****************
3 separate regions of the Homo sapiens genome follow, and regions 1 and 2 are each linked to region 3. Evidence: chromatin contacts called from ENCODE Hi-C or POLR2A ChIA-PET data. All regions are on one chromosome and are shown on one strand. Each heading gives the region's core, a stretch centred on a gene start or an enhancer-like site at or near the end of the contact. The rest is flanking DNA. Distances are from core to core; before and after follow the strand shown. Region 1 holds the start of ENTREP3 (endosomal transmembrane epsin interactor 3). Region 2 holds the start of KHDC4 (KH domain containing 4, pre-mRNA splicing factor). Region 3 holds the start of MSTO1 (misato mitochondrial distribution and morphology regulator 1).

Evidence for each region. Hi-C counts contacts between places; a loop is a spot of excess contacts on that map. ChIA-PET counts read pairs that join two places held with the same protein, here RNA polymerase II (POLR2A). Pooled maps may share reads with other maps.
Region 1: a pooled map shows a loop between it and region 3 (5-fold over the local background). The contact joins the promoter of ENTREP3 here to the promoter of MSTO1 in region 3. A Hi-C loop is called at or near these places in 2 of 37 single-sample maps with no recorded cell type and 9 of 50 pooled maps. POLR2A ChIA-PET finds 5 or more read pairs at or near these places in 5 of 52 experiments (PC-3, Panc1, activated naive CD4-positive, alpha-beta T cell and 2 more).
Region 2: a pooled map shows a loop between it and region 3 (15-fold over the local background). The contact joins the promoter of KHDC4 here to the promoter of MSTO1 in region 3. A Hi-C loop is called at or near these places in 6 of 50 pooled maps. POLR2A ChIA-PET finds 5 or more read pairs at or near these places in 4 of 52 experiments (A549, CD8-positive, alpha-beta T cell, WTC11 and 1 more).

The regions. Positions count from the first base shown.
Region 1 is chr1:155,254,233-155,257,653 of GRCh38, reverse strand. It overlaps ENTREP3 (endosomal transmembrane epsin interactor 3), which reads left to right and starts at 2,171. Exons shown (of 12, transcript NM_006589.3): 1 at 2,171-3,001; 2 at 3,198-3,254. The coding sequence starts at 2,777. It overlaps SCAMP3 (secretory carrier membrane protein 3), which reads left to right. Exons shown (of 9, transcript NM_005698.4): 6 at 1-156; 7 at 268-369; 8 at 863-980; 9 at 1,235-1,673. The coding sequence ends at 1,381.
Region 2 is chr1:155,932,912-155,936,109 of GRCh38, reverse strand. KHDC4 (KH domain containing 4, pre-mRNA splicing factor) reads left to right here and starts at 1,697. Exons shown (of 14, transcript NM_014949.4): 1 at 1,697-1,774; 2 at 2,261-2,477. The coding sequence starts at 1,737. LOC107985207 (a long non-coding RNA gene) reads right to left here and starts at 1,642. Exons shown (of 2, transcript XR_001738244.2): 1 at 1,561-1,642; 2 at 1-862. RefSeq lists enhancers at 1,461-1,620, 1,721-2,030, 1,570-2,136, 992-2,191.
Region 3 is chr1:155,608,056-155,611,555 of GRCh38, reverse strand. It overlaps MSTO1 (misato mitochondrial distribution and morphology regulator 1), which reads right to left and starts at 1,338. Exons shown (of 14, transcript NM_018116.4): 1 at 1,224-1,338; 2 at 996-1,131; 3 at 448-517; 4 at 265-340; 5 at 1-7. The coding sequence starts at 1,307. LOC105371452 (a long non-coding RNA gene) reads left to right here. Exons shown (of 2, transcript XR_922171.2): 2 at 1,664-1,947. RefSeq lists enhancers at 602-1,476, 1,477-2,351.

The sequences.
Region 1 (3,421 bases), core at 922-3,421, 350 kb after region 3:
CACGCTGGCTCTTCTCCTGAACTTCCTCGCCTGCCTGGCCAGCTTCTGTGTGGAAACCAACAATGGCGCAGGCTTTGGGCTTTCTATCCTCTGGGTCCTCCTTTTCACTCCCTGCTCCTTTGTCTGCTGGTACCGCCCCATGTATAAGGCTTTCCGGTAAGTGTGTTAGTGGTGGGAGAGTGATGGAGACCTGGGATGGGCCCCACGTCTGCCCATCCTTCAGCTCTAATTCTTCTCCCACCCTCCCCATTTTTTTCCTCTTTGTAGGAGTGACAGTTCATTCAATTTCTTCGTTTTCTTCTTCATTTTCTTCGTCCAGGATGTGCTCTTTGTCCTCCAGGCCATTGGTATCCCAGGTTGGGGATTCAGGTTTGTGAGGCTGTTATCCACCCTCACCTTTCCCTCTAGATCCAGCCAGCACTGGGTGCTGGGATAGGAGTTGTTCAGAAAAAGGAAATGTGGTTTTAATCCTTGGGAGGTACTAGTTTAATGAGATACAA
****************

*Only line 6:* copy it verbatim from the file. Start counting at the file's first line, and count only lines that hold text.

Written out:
Region 1 is chr1:155,254,233-155,257,653 of GRCh38, reverse strand. It overlaps ENTREP3 (endosomal transmembrane epsin interactor 3), which reads left to right and starts at 2,171. Exons shown (of 12, transcript NM_006589.3): 1 at 2,171-3,001; 2 at 3,198-3,254. The coding sequence starts at 2,777. It overlaps SCAMP3 (secretory carrier membrane protein 3), which reads left to right. Exons shown (of 9, transcript NM_005698.4): 6 at 1-156; 7 at 268-369; 8 at 863-980; 9 at 1,235-1,673. The coding sequence ends at 1,381.